MiNDFOOD (New Zealand)
A LOCAL GIN FIT FOR THE GODS
At the heart of any exceptional gin should be the unmistakable aroma of juniper; it should be detectable on the palate, but not drive the flavour. Once on the palate, gin should expand its flavour messages, have warmth but not a burn. When cut with artisan water, it should release aromas and flavours of complexity and mystery. With more than 90 gins now produced in New Zealand, we are spoiled for choice when it comes to selecting fine examples to stir through a tonic, bottled water or in a cocktail. Finding one that you can sip on neat or with a teaspoon of H2O (never from the tap) just got better with Juno extra fine, small-batch triple-distilled gin.
The Roman goddess Juno (in Greek, Hera) was the wife of Jupiter (Zeus) and is the goddess of marriage and domestic harmony.
Just a few years ago, New Plymouth-based husband-and-wife team Jo and Dave James took a giant leap of faith and left their respective careers to start BeGin Distilling Limited. Their science background has certainly helped with the finer details involved in the selection of botanicals and the distillation process. Like any new product development, there must be experimentation, refinement and exacting standards to accompany the dream.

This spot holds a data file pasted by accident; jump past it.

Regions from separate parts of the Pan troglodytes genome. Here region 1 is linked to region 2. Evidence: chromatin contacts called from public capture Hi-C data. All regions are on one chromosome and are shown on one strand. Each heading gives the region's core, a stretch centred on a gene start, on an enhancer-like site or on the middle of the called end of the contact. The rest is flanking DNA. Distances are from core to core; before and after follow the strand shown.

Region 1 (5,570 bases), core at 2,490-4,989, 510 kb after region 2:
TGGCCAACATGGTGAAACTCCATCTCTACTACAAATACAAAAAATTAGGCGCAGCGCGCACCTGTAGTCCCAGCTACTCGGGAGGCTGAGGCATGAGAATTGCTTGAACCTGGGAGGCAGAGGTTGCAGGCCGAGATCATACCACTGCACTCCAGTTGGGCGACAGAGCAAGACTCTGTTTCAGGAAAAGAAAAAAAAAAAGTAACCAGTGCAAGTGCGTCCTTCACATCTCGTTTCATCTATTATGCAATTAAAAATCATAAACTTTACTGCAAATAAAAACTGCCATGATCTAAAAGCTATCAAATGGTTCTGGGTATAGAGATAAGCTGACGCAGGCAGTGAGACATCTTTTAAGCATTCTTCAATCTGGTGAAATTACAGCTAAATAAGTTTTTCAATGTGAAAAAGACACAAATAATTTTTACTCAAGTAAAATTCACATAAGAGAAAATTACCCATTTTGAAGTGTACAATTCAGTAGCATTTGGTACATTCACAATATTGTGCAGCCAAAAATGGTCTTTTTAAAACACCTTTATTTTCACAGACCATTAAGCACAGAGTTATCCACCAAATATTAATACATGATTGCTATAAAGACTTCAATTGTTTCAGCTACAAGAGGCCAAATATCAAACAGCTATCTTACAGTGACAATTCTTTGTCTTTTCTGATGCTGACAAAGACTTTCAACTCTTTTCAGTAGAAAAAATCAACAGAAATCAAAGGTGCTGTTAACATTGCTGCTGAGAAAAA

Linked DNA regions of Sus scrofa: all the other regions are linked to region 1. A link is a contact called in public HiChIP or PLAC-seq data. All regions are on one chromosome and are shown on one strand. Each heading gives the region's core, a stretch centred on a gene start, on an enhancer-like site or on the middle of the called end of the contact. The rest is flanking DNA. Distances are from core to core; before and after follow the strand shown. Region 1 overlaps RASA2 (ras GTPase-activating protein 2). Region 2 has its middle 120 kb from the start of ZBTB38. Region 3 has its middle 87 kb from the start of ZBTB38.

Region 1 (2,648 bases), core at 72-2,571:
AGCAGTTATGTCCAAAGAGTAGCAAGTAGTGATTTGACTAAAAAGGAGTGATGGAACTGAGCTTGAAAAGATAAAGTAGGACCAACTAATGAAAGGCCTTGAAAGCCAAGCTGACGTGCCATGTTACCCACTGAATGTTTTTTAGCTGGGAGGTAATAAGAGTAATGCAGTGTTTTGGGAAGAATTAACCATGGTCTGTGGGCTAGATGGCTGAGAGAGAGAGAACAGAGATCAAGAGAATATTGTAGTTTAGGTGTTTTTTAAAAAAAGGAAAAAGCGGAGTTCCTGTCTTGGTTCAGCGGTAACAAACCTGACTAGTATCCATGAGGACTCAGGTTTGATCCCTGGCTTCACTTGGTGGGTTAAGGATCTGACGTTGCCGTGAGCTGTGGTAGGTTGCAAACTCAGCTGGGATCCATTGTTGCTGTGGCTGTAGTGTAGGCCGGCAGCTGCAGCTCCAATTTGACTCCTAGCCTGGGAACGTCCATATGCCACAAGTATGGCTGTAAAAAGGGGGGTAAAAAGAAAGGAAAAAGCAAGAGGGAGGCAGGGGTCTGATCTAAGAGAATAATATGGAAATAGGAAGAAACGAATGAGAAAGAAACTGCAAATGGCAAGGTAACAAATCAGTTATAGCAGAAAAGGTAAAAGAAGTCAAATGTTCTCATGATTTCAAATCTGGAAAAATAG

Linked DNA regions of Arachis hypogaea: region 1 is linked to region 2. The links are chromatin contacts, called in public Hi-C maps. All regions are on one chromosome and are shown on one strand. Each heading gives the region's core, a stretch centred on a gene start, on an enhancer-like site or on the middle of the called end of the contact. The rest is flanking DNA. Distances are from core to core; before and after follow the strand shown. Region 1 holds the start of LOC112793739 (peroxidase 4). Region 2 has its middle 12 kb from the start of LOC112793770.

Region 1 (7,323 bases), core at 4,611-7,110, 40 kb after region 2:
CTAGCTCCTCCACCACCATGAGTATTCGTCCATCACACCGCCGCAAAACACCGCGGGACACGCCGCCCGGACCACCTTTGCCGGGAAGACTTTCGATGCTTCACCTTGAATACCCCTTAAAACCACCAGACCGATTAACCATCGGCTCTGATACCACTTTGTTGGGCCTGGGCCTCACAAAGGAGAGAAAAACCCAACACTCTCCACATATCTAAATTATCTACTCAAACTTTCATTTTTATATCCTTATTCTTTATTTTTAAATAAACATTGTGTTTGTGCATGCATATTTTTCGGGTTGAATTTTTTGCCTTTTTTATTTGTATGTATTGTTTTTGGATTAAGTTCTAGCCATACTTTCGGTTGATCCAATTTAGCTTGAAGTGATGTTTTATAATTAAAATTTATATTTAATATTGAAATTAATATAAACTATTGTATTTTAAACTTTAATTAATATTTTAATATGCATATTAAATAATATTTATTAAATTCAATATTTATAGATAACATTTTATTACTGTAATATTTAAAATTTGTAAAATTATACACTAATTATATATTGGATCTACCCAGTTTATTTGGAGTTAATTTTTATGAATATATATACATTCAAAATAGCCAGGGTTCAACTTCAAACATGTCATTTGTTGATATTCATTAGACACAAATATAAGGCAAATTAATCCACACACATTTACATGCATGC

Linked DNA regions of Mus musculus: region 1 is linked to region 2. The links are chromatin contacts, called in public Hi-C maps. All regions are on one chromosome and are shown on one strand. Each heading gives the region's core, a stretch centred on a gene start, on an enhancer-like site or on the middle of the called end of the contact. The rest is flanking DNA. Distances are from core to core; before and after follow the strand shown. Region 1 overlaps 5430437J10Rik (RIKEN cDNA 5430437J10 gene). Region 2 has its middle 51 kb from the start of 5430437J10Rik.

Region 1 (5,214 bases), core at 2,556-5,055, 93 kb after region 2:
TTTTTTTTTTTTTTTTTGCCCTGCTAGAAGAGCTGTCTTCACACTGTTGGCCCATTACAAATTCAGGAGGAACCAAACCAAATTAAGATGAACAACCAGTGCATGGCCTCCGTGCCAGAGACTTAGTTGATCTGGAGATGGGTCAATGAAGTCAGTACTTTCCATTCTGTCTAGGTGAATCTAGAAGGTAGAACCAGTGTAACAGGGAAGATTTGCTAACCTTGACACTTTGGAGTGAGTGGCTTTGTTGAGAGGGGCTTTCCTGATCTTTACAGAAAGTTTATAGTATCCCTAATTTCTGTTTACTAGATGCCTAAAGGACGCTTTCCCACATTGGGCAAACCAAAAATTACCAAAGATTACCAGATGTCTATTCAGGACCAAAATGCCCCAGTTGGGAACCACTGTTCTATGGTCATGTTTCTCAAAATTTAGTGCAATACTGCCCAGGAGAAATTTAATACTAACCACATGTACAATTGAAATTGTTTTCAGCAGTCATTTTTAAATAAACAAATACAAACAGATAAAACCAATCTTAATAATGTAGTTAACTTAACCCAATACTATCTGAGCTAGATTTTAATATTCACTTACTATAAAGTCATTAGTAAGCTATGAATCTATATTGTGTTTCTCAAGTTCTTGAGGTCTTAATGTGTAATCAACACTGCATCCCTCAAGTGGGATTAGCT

If you’re a convert to gin like I am, then you’ll know that discovering a gin that suits your taste is a bit like finding wine from a variety and style that touches the senses in such a way that you feel compelled to keep sipping and explore its textures and flavours. What Jo and Dave do to capture your attention with their gin is to use handselected botanicals – Wairarapa coriander, Hawke’s Bay orris root, East Coast kaffir lime leaves and locally sourced green cardamon, angelica root, cassia bark and Mānuka honey – in just the right measure to fuse together the aroma and texture components. The water source is of equal importance for gin: for Juno, it comes from Mount Taranaki.
“We are working with New Zealand horticulturalists to eventually grow and harvest all our botanical ingredients sustainably, establishing new crops for future growth,” says Jo James. A commitment to sustainability is a critical part of the company ethos. “We have a built-in system to harvest and store rainwater for the cooling condenser,” says James. There are many other sustainable practices in place: for example, the bottle labels are printed with organic inks and are recyclable.
Juniper berries are imported for all gin production in New Zealand, but that hasn’t stopped the couple from finding a way to grow them locally, establishing a partnership with Massey University to research and find the right clone(s) to plant – watch this space. junogin.com